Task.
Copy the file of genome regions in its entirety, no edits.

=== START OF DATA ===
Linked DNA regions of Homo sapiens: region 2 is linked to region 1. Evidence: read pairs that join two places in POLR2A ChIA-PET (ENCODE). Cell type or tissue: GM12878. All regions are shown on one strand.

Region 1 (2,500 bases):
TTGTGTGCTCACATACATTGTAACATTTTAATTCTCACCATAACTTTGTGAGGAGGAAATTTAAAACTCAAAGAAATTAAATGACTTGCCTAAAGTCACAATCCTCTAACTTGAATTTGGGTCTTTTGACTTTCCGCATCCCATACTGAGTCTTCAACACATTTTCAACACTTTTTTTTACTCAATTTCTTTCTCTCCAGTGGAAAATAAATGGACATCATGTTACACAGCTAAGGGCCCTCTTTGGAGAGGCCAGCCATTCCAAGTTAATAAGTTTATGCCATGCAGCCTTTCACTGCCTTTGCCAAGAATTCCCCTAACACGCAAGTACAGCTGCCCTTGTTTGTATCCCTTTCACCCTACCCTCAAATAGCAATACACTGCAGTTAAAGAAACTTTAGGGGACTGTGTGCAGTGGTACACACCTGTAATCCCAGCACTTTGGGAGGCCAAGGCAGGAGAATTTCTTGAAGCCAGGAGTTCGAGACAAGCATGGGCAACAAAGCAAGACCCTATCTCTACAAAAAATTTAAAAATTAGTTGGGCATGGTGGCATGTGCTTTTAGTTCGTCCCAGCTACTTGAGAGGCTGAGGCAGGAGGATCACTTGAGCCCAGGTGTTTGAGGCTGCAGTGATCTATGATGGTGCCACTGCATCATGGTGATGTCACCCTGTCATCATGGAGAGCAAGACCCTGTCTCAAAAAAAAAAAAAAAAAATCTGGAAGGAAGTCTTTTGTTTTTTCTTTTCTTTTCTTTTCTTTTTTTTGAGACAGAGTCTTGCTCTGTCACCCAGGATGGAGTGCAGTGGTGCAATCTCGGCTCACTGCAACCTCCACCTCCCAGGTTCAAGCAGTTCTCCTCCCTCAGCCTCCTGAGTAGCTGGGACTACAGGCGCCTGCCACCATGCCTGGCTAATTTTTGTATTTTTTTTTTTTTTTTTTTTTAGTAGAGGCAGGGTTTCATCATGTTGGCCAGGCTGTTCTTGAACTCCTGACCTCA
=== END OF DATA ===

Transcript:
Linked DNA regions of Homo sapiens: region 2 is linked to region 1. Evidence: read pairs that join two places in POLR2A ChIA-PET (ENCODE). Cell type or tissue: GM12878. All regions are shown on one strand.

Region 1 (2,500 bases):
TTGTGTGCTCACATACATTGTAACATTTTAATTCTCACCATAACTTTGTGAGGAGGAAATTTAAAACTCAAAGAAATTAAATGACTTGCCTAAAGTCACAATCCTCTAACTTGAATTTGGGTCTTTTGACTTTCCGCATCCCATACTGAGTCTTCAACACATTTTCAACACTTTTTTTTACTCAATTTCTTTCTCTCCAGTGGAAAATAAATGGACATCATGTTACACAGCTAAGGGCCCTCTTTGGAGAGGCCAGCCATTCCAAGTTAATAAGTTTATGCCATGCAGCCTTTCACTGCCTTTGCCAAGAATTCCCCTAACACGCAAGTACAGCTGCCCTTGTTTGTATCCCTTTCACCCTACCCTCAAATAGCAATACACTGCAGTTAAAGAAACTTTAGGGGACTGTGTGCAGTGGTACACACCTGTAATCCCAGCACTTTGGGAGGCCAAGGCAGGAGAATTTCTTGAAGCCAGGAGTTCGAGACAAGCATGGGCAACAAAGCAAGACCCTATCTCTACAAAAAATTTAAAAATTAGTTGGGCATGGTGGCATGTGCTTTTAGTTCGTCCCAGCTACTTGAGAGGCTGAGGCAGGAGGATCACTTGAGCCCAGGTGTTTGAGGCTGCAGTGATCTATGATGGTGCCACTGCATCATGGTGATGTCACCCTGTCATCATGGAGAGCAAGACCCTGTCTCAAAAAAAAAAAAAAAAAATCTGGAAGGAAGTCTTTTGTTTTTTCTTTTCTTTTCTTTTCTTTTTTTTGAGACAGAGTCTTGCTCTGTCACCCAGGATGGAGTGCAGTGGTGCAATCTCGGCTCACTGCAACCTCCACCTCCCAGGTTCAAGCAGTTCTCCTCCCTCAGCCTCCTGAGTAGCTGGGACTACAGGCGCCTGCCACCATGCCTGGCTAATTTTTGTATTTTTTTTTTTTTTTTTTTTTAGTAGAGGCAGGGTTTCATCATGTTGGCCAGGCTGTTCTTGAACTCCTGACCTCA